What is Energy?

   

Energy is the ability to do work. Energy may be stored (potential energy), or it can be said to be a property of an objects motion (kinetic energy). While the scientific definition of energy has been refined for centuries and thus has a very specific meaning, the mainstream usage of the word is often in conflict with the scientific definition. Additionally, the two classifications of energy (potential and kinetic) are often broken down into different types, leading some to incorrectly believe that there are other forms of energy. In fact, all forms of energy can be generalized as either potential or kinetic.

Potential energy is stored energy, that is, the amount of work that an object can do as a result of its position (and mass) relative to another object. For instance, a bowling ball that is held above the floor can be released, thus falling and crushing a pack of cigarettes on the floor. The bowling ball has potential energy because of its position relative to the floor (which gravity attracts it towards), and the work that it can do is the crushing of the pack of cigarettes. Not all types of potential energy are as easy to identify as the bowling ball, however. Potential energy is also the type of energy found in dry- and wet- cell batteries, nuclear reactions, and even springs.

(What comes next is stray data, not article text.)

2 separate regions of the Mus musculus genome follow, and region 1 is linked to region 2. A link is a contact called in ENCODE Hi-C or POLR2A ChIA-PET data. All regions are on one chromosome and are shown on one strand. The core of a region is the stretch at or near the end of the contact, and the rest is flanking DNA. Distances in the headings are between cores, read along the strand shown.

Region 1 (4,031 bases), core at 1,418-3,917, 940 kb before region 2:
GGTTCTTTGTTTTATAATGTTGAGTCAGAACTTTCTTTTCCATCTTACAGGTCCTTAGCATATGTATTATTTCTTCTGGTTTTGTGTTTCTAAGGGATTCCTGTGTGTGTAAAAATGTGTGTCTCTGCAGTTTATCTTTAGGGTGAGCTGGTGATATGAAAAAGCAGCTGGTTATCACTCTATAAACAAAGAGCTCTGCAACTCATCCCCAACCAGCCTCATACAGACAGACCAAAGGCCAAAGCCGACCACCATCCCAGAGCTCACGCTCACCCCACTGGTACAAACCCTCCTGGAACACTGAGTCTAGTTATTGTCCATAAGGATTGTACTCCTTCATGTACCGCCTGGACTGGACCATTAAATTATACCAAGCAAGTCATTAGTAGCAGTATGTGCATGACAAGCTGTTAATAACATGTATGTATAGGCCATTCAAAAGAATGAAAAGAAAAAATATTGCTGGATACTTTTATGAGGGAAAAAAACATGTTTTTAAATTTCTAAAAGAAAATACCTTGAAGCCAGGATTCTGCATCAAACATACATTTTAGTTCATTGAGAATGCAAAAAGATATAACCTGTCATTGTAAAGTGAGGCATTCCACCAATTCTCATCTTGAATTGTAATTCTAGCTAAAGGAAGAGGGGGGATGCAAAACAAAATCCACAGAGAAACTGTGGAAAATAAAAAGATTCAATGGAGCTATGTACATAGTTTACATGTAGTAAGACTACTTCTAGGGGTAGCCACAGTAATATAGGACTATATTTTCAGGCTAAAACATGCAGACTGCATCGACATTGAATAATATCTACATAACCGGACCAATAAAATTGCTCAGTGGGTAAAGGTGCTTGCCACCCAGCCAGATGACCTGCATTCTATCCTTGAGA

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Kinetic energy is often easier to identify. It is the result of the speed (and mass) of an object. For instance, the bowling ball from the previous example can be thrown at a glass window. The faster that the bowling ball is flying through the air, the greater the chance that the window will shatter. The destruction of the window is the work that is being done. Note a subtle difference between the potential energy discussed earlier, and this example of kinetic energy. In the previous example, the person releasing the bowling ball had to exert no effort to release the ball- in fact, she was relieved of the effort of holding the ball in place. However, the person throwing the ball at the window must in fact exert great effort to set the ball in motion. And the faster she throws the ball (thus increasing the chance that the window will break), the more effort she will have to exert. This effort comes as a result of her converting potential energy to kinetic energy in her muscles- mostly the breaking down of glucose which she acquired by eating. Other examples of kinetic energy are the flow of water through a turbine, wind blowing, and even electrons spinning around the nucleus of an atom.



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